How many times do you see swimmers finish their event, and are breathing deeply for seconds if not minutes afterwards?  Clearly, breathing ability is key to performance, therefore couldn’t it be argued that asthma inhalers have a potentially greater PED effect than Ritalin because the taking of the medication can be timed within close proximity to a competition?

Is the scale of our overly medicated/drugged society starting to connect with the potential extent of legal doping that is happening in amateur sport?

Which brings me back to Maria Sharapova for a moment.  Why was Meldonium – a medication Sharapova claimed she was taking for a magnesium deficiency and a family history of diabetes – put on the banned substance list? Because, and I quote WADA:

“Meldonium was added [to the Prohibited List] because of evidence of its use by athletes with the intention of enhancing performance.”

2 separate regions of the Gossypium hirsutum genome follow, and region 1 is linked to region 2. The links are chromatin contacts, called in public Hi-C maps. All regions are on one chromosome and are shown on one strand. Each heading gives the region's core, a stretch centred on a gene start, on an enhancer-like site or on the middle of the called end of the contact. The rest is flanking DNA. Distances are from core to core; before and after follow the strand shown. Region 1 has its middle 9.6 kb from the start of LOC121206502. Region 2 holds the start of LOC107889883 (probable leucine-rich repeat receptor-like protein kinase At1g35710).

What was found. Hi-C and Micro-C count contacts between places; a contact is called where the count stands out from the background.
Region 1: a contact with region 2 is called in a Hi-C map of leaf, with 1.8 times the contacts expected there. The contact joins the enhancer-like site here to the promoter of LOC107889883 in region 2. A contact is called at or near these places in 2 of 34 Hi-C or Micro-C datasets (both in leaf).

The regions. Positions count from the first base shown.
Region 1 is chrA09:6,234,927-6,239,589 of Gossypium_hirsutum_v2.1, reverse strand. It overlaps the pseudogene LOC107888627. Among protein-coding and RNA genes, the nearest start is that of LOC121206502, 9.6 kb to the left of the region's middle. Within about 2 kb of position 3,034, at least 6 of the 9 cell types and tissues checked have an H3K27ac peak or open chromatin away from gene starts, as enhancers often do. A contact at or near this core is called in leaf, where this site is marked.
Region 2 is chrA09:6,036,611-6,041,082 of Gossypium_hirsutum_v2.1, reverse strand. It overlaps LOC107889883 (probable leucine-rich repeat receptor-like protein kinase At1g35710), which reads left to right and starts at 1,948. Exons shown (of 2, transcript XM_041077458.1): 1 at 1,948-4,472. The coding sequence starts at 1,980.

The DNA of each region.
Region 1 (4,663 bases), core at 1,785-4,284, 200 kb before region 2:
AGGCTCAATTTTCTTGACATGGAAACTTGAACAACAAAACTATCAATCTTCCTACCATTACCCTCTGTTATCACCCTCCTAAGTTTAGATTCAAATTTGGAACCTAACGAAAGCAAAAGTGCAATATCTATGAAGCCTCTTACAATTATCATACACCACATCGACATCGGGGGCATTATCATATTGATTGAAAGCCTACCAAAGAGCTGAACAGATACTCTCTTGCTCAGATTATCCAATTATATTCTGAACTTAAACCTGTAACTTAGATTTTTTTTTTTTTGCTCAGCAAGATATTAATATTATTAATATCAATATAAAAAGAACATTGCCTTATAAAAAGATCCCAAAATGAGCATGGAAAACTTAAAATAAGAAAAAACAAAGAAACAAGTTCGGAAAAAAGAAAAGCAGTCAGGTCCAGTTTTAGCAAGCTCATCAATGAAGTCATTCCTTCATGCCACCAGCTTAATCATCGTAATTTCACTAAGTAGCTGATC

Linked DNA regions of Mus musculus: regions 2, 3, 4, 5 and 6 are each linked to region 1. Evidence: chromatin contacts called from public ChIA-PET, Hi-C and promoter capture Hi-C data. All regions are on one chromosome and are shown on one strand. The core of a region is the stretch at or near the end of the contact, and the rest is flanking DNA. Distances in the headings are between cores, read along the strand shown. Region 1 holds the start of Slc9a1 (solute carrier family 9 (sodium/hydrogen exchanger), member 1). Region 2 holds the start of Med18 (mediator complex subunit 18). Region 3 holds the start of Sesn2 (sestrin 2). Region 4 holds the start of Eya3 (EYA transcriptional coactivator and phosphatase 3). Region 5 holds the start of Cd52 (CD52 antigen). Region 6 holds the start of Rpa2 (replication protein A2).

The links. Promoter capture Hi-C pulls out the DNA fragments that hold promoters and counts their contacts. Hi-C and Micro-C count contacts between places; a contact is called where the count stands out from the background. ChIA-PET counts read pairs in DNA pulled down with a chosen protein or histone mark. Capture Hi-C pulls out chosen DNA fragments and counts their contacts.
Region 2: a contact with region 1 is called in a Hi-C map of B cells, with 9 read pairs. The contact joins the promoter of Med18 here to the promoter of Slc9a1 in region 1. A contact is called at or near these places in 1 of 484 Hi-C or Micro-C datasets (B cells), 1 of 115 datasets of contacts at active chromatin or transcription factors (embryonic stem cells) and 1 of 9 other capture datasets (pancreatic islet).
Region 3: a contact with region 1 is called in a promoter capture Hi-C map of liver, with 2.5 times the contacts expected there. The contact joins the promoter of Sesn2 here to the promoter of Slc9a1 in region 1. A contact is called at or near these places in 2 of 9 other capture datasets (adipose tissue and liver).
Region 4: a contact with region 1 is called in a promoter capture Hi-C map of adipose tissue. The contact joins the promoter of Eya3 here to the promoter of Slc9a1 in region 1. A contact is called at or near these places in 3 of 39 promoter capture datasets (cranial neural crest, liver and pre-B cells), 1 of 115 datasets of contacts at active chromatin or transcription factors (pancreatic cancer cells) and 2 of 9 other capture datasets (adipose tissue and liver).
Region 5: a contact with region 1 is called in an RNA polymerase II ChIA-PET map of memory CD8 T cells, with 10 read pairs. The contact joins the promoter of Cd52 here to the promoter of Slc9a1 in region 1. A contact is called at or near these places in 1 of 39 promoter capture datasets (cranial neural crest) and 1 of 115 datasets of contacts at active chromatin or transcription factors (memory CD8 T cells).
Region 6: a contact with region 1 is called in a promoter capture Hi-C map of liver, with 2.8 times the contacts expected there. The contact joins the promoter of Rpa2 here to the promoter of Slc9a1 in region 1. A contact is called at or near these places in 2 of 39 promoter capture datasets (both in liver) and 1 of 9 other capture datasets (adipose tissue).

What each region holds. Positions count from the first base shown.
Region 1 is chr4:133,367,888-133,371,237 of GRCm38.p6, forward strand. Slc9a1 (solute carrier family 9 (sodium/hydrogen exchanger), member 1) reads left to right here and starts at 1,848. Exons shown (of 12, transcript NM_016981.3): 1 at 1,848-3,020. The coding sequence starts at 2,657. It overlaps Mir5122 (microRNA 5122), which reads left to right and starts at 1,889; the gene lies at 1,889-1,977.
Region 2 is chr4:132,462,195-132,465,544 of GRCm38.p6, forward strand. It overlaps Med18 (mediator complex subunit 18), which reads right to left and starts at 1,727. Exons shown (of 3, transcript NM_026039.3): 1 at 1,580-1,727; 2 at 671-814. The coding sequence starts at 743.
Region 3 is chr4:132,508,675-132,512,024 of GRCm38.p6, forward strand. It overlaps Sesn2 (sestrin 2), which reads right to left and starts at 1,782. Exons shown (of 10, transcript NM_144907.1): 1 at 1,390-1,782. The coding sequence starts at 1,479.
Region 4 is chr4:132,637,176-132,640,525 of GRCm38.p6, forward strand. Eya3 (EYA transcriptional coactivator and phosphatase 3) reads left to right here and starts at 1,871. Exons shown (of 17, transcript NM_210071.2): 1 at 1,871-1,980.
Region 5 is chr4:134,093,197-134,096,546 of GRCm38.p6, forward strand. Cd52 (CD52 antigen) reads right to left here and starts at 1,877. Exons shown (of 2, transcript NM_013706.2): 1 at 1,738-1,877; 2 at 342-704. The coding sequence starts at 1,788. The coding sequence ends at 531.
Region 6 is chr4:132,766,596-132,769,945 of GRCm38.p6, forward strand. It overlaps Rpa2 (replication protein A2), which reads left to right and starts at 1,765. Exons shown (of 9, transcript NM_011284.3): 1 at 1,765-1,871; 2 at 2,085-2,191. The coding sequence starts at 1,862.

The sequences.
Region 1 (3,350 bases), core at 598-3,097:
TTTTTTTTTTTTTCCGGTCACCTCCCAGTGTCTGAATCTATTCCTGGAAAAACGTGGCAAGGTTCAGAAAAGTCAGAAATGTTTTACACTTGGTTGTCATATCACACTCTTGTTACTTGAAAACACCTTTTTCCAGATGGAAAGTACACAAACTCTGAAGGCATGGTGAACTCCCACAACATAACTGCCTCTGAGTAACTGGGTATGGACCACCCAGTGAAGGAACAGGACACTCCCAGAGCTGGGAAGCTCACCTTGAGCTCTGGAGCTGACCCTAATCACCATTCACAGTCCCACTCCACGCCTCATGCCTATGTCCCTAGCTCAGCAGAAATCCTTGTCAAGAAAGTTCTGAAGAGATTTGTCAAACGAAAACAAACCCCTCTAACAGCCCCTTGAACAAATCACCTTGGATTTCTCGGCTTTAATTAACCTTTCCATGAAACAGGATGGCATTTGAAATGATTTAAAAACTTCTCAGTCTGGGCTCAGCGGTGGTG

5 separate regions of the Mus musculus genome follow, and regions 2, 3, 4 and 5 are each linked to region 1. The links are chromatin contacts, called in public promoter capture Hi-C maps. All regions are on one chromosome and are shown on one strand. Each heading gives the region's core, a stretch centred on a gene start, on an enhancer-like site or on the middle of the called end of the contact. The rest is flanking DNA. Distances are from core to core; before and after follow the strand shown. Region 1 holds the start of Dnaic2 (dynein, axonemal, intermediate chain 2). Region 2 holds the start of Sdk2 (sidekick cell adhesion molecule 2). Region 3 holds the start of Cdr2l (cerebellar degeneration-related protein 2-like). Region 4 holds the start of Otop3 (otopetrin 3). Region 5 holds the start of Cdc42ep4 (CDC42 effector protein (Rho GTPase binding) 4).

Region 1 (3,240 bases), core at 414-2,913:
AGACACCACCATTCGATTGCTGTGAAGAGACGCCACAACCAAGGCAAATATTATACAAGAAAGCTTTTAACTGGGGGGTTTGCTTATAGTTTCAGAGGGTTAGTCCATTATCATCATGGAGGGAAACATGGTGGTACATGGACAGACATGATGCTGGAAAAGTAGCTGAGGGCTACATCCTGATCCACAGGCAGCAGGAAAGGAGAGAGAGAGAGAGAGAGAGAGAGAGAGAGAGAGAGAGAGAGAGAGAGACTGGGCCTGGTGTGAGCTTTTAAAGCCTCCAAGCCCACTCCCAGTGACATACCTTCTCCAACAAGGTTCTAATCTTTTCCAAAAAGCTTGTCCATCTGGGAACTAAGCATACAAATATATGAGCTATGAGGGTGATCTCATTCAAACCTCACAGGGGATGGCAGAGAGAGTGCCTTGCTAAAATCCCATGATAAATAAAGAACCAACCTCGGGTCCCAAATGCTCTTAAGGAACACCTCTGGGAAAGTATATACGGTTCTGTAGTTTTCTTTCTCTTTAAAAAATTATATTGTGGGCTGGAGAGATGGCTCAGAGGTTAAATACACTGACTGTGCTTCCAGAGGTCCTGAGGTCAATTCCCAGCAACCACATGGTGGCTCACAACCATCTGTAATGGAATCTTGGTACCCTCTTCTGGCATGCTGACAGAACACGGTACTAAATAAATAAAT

Click here for a link to the page of this quote on WADA’s website

The “World Anti-Doping Agency (WADA) placed Meldonium (aka mildronate) on its banned substance list on September 16, 2015, effective January 1 , 2016, after finding that the drug could potentially increase exercise capacity and tolerance” (click here for the quote reference). Think on that… for “potential” increase in exercise capacity and tolerance, no… not tested and proven increases in performance but “potential” increases. This isn’t even a drug heavily used in the west, yet still WADA banned the substance.

So what should that say about all the medications children are on that “could potentially increase exercise capacity and tolerance”.

So would you say asthma inhalers/puffers have a chance of “potentially” increasing exercises capacity and tolerance? Sure its legal to use an asthma inhaler, but why shouldn’t it be considered legal doping if Meldonium is now considered illegal doping? The real question should be… how many medications are children on that are “potentially” performance enhancing?